Whenever I come across tweets or TikToks romanticizing relationships and “love” (yuck), I just simply roll my eyes and continue to scroll. But if during that daily social media break, I happen to check my grades and see an update, now THAT’S a rush of adrenaline. I start to nervously sweat and my neck begins to flare up in heat all while faint memories of submitted assignments emerge in my brain.
But everything comes to a halt once I’m met with a column of dark and light greens in my online gradebook, signaling As and A minuses throughout my five courses.
I give myself a slight smile and continue to (of course) reward myself with more scrolling and even watching YouTube videos! I might also revisit my submitted assignments that now hone their exemplary marks and reread my work with pride instead of the lack of care I carried during the submission process itself. Getting a high grade or a comment from a professor validating my academic effort will for sure trump over the incredibly low amount of matches I get on Tinder on any day. Everything changed when the spring semester began.
In January, I accumulated a lot of good karma. I got promoted to health and sciences editor from blogs editor at my student newspaper, I switched my co-director position to a newer section in my international affairs club and I returned to D.C. dorm life with my parents’ homecooked Indian food packed in reused Tupperware. I basked in the essence of what seemed like a chill and well-accomplished life as my spring courses didn’t seem too overbearing either, so I thought the semester would be easy, right? Nope.
You see, my university student newspaper, unfortunately, resembles other university student newspapers as its low levels of staff retention continuously taunt and ultimately damage the current staff’s mental and even physical health.
In other words, staff writers and editors are expected take on more than they can handle when it comes to assigning stories, editing drafts and reporting in general. My paper’s policy for editors — especially for those who work in news — includes taking on stories themselves if enough reporters can’t cover them instead. Each section editor’s responsibility involves ensuring three 900-1000 word stories make it to the weekly print edition in order to maintain a full paper. That meant I would cover the three stories if none of my reporters could (aka the worst-case scenario).
Sadly, I didn’t know or expect for me to frequently meet with the worst-case scenario throughout the spring semester. My priorities for stories suddenly overtook any time or energy I tried to preserve for readings and projects. On top of that, my perfectionist persona didn’t help at all since I would just spend more time on my stories and editing. Needless to say, I got burnt out pretty quick. I purposely missed my morning classes — not even 8 a.m. lectures but 9:35 a.m. lectures — and tried to make up for incredibly late assignments, which fueled a deadly cycle of procrastination and stress.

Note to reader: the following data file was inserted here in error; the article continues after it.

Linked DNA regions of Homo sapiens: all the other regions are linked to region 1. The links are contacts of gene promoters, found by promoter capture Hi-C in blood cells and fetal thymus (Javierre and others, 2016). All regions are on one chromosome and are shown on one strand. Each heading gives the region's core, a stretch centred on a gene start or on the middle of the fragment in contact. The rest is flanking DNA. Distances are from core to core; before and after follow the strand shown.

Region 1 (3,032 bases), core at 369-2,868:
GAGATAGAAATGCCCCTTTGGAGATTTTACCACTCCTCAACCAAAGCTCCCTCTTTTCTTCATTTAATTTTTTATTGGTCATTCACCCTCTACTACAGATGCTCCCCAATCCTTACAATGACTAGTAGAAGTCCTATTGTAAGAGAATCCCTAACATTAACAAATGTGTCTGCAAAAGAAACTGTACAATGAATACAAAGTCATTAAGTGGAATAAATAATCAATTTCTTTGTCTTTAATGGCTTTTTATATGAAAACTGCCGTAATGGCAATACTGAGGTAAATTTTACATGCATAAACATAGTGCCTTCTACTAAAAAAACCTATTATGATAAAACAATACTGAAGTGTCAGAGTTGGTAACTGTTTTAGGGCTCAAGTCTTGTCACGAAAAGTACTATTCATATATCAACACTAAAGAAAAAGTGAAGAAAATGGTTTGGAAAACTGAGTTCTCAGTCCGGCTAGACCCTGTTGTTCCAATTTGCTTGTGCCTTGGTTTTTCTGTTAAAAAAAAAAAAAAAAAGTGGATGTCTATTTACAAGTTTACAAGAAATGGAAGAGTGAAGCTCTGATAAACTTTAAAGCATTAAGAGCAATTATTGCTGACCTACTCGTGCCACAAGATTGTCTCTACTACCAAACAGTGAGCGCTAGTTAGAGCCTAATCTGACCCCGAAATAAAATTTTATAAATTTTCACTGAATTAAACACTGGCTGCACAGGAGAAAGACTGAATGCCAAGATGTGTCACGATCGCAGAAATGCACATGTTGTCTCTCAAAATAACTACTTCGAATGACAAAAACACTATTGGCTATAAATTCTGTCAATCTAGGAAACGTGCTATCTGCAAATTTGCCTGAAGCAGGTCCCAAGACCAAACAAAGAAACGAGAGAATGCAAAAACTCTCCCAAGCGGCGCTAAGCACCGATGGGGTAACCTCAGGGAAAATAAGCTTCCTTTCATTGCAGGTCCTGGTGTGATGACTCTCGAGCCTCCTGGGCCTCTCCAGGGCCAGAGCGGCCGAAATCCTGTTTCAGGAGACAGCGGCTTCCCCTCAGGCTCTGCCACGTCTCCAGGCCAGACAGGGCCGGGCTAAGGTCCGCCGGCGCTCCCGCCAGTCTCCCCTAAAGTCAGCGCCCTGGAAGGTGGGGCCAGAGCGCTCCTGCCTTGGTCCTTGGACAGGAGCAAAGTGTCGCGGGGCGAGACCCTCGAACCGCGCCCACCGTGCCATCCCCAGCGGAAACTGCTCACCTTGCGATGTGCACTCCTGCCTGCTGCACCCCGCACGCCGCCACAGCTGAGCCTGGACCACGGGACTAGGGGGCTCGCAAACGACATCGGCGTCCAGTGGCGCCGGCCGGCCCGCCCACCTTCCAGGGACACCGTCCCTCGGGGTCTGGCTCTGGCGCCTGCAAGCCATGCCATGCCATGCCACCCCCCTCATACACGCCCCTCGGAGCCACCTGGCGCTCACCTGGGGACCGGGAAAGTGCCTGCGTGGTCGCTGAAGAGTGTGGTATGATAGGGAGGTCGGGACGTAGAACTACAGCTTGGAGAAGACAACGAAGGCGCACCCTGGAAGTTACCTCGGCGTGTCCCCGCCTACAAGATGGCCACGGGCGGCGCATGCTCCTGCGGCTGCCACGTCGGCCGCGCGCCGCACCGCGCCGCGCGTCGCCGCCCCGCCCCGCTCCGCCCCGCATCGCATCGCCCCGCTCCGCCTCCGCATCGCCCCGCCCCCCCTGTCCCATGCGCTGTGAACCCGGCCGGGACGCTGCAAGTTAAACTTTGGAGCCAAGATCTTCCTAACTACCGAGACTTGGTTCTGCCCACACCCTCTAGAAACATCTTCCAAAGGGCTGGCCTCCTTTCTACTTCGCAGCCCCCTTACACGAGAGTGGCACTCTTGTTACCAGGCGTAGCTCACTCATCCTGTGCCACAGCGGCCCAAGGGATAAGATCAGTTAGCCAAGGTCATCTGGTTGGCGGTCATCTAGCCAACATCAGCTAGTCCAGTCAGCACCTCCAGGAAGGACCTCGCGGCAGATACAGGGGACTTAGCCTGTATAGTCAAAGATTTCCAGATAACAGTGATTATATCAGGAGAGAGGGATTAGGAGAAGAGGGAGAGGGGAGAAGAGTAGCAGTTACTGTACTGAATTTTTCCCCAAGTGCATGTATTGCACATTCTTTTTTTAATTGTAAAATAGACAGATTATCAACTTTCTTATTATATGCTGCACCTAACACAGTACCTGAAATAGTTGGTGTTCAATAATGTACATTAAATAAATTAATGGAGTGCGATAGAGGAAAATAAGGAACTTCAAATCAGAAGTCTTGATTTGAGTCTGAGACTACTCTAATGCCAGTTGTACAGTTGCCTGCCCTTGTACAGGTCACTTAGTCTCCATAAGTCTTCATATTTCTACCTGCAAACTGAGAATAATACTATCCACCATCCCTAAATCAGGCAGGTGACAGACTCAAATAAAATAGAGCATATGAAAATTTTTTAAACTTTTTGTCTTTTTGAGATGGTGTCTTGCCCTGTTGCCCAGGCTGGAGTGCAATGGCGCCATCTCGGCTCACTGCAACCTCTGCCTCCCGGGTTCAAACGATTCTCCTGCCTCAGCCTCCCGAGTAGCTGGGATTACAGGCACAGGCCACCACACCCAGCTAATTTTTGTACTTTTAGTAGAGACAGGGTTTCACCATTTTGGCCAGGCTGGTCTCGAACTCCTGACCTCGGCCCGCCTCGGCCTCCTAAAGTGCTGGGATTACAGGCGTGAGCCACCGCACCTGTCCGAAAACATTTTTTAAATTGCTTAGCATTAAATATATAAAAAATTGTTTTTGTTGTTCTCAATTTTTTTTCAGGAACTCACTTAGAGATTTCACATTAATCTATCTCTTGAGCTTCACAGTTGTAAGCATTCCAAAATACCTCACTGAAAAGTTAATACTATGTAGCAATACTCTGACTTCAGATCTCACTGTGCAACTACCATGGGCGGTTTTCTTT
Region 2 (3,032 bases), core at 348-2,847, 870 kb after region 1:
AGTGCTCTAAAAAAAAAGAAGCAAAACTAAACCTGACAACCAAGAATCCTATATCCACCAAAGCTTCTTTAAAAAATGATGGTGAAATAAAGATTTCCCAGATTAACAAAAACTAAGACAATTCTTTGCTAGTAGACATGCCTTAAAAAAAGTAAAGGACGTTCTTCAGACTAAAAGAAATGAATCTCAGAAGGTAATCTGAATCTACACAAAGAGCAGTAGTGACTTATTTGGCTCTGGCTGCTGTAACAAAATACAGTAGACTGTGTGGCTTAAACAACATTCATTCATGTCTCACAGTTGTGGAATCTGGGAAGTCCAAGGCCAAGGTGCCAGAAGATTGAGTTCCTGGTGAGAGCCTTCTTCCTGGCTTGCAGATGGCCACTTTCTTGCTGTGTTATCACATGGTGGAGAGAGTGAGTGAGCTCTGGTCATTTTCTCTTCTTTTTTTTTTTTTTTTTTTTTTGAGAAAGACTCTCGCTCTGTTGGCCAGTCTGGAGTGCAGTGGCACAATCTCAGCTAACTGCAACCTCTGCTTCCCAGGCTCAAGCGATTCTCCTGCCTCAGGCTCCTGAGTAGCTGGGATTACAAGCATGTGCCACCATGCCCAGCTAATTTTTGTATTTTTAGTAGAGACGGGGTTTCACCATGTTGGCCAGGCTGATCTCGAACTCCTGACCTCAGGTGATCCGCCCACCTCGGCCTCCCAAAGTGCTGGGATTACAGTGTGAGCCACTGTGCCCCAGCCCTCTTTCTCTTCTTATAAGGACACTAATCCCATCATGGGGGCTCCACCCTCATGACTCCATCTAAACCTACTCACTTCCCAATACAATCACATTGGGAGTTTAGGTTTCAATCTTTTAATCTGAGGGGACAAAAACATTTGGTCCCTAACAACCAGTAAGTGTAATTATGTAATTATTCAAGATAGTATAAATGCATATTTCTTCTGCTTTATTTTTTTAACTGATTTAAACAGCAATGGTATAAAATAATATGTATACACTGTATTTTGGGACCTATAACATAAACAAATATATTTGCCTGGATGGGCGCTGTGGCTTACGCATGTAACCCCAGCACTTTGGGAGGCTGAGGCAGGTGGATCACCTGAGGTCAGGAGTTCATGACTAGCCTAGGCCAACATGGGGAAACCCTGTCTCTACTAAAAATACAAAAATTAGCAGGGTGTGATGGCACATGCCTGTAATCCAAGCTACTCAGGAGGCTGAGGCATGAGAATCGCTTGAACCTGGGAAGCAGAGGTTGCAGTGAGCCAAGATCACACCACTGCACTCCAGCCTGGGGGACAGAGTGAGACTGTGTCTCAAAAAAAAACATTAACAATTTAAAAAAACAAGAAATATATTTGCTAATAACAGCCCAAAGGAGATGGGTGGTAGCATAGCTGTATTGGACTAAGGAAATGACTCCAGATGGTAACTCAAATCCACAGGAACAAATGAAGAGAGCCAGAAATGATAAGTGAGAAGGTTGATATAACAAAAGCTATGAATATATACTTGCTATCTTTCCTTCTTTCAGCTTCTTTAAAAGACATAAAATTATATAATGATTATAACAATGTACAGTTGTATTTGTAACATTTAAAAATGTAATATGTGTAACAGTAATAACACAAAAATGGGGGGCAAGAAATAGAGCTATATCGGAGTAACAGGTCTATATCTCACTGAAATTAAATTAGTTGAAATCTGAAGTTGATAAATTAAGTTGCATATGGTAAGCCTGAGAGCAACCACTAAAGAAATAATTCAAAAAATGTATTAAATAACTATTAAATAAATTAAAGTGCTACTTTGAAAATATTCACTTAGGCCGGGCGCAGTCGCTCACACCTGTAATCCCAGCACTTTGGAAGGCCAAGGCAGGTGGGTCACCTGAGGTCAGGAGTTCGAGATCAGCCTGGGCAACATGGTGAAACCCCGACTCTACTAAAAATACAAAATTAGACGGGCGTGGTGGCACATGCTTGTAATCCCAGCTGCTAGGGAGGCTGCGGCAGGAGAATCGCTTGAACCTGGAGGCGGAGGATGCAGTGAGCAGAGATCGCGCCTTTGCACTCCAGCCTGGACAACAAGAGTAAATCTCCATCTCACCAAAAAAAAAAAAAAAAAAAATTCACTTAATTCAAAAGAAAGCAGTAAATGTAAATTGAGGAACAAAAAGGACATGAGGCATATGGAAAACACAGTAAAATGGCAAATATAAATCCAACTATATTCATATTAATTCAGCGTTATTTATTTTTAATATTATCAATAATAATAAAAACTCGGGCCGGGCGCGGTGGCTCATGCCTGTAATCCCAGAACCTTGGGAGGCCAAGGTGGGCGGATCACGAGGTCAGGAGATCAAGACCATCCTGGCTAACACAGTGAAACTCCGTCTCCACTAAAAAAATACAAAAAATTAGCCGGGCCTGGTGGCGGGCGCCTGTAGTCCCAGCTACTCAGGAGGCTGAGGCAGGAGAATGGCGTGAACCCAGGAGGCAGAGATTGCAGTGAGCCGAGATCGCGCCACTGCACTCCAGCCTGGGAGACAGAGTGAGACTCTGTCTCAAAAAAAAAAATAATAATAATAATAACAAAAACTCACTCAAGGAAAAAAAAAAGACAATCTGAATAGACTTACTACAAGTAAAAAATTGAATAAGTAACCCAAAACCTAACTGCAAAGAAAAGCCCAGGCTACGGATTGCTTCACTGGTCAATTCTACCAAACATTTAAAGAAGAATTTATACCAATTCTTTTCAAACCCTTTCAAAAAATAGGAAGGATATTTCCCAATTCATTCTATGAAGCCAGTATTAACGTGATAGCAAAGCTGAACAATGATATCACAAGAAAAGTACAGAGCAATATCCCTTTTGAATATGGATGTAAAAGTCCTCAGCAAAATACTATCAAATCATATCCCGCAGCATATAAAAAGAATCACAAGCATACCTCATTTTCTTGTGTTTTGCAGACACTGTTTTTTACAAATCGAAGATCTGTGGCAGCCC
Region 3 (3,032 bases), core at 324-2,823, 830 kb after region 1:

But what cycle am I talking about?
Welcome to Ishani’s Wheel of Fear that’s directly sponsored by Procrastination and Stress!
A playful game where I procrastinated on work until I “casually” missed deadlines. Yet, I would convince myself to turn in assignments late and resort to pitiful explanations about my lateness to my professors over emails. This in turn made me more laid-back and thus enabled my procrastination until the deadlines started changing to two days ago, a week ago, a month ago, etc. I got stressed to the point that I hated even looking at my assignments let alone work on them, which prolonged both my anxiety and grades. How fun!
My regular programming quickly descended as I formally withdrew from one class because I missed too many in-person attendance points, ended with a C in a major-required course and under fulfilled my role as a co-director in my other club. To make matters even sadder, I returned to my New Jersey suburban home with no internships and dark eye bags as spring entered its final weeks.
My academic validation like my romantic validation (still no matches on Tinder) hit a personal all-time low.
So now what? Well, it’s summer break and I’m preparing to take on junior year by accomplishing personal and club projects to not busy myself during the semester. I’m also applying to fall internships and research opportunities that interest my curiosities towards technology and East Asian studies since I tend to procrastinate on work that I find absolutely boring. Now, while my GPA does sit at a lower number than I ever expected to in college, I’m currently taking summer courses and trying to suppress my Wheel of Fear since I want to actually graduate on time. This includes doing the readings in my courses and churning out the best responses I know that I can write. Because while it is summer, my crave for academic validation didn’t cease whatsoever as I am and will continue to seek positive comments from my online professors. It’s grades over babes.